Corporations in America get far more state and federal "welfare" than people get. We just don't call it that. Maybe it's about time they pay their fare share, too.

Re:Whatever Apple's paying (1)

doston (2372830) | more than 2 years ago | (#39959253)

Cause you're stupid and don't know how to shelter money (and refuse to learn). Apple - not so much!!!

When I say Apple, I mean ANY corporation and when I say you, I mean ANY of the unwashed masses that just wanna drink beer, eat cheetos, watch porn and then wonder why their wang is orange.

Yeah, the person named Apple has billions in cash, teams of accountants and lawyers. Other "people", not so much. And btw, I can tell from your post that you're part of the "unwashed masses". Self hate much?

I am not part of the "unwashed masses" however, if the supreme court wants to rule that corporations are people and have the same rights, then why not tax them like people? People can deduct interest paid on their primary residence from taxes. Why not only allow corporations to deduct interest on their primary headquarters? People are limited on most deductions to a percentage of AGI. Why not the same thing for corporations?

If I am a small business, employing 150 people, why should I pay more in income tax as a sole proprietor or a partnership, where business income flows through and is taxed as personal income, than if I run the same business but structure it as a corporation? (I know all the reasons to form a corporation, so please don't respond in that way).

Corporations in America get far more state and federal "welfare" than people get. We just don't call it that. Maybe it's about time they pay their fare share, too.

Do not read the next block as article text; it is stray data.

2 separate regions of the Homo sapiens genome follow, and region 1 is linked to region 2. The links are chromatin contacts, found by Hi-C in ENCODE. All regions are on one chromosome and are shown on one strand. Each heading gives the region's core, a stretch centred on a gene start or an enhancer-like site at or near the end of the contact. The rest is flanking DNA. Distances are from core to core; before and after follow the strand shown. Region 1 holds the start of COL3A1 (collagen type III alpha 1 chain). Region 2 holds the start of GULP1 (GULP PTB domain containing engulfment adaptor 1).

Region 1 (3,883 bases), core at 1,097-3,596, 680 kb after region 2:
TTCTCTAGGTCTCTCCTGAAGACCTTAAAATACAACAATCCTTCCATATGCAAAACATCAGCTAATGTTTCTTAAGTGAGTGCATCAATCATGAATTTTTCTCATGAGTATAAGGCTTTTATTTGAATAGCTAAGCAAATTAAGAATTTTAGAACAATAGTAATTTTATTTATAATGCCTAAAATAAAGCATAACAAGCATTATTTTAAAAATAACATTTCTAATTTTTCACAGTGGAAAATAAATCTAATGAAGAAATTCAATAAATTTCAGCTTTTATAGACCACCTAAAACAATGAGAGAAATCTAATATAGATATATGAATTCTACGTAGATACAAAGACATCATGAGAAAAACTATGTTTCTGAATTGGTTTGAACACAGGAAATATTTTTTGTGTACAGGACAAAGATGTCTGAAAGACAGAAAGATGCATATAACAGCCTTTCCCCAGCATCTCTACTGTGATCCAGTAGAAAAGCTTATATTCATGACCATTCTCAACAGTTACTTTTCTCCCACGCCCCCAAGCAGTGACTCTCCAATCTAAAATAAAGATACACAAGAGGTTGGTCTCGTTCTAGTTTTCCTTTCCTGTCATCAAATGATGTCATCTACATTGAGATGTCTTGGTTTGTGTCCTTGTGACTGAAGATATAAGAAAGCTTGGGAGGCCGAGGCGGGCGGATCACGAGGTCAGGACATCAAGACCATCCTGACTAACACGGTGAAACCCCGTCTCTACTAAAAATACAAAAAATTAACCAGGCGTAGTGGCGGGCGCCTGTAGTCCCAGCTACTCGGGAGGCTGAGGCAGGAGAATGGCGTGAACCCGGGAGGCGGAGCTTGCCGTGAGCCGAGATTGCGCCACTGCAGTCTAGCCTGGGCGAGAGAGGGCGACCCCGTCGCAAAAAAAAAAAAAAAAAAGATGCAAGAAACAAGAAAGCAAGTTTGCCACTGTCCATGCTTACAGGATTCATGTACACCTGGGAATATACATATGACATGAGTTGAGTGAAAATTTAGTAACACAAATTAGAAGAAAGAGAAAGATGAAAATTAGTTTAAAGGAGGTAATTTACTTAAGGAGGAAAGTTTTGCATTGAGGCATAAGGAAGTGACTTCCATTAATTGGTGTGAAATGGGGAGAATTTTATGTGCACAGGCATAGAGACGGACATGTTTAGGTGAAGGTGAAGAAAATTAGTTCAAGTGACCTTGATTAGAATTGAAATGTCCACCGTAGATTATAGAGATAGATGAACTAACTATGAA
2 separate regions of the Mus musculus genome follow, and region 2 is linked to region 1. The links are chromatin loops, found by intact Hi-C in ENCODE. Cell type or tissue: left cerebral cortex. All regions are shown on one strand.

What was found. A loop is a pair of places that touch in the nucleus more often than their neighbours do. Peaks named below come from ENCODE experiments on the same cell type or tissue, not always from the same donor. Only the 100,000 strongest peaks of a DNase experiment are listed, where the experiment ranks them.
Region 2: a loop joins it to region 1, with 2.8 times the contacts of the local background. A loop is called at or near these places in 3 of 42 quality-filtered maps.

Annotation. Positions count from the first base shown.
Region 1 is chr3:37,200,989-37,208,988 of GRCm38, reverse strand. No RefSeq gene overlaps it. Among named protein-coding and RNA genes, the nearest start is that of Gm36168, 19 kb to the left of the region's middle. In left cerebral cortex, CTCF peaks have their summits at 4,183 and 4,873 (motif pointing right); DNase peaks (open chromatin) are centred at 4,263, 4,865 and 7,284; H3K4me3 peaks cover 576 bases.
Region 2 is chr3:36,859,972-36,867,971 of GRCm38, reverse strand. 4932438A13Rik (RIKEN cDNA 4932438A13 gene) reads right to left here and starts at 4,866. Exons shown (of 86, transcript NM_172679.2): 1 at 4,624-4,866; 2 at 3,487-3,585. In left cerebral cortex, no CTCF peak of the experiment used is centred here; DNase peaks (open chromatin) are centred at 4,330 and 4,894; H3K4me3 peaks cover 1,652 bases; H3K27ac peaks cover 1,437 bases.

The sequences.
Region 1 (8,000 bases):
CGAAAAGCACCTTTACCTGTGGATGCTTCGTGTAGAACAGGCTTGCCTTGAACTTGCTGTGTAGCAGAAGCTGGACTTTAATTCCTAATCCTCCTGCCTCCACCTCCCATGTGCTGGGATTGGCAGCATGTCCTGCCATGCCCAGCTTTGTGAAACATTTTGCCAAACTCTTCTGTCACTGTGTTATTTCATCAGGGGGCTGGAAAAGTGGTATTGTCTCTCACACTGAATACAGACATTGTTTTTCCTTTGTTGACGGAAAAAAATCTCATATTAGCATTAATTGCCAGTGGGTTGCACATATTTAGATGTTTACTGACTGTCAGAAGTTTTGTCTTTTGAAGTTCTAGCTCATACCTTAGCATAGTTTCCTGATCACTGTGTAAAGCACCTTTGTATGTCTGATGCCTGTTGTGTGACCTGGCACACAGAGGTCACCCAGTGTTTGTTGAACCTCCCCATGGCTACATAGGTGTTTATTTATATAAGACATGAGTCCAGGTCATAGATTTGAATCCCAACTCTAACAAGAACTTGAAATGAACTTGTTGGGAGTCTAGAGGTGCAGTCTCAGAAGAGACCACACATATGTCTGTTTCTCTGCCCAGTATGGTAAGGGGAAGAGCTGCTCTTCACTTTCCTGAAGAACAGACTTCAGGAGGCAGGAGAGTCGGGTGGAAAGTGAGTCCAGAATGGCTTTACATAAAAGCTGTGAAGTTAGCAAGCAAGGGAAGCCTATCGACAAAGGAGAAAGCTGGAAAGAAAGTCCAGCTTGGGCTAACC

The whole discussion's stupid for me, because I don't agree with the supreme court ruling on corporations being people, so why should i bother getting into a serious discussion on how they should be allowed further advantage? My original post was not a serious invitation to discuss how best to work within the confines of an incalculably stupid decision by the right wing supreme court.

Re:Whatever Apple's paying (4, Insightful)

khipu (2511498) | more than 2 years ago | (#39958943)

It's not nearly enough. These people (er i mean corporations) should be paying taxes just like other people. Last year I paid 28%. Sound good, Apple?

Why? That just encourages them to move more and more of their operations overseas because they can't stay competitive if the US charges them 28% but their competitors pay a fraction of that elsewhere.

Furthermore, corporations just have to raise prices, so in the end consumers pay for it. And they pay for it in a regressive way.

And assuming you work for a corporation, those 28% that "you" paid was actually paid by your employer, because that's where all your money comes from.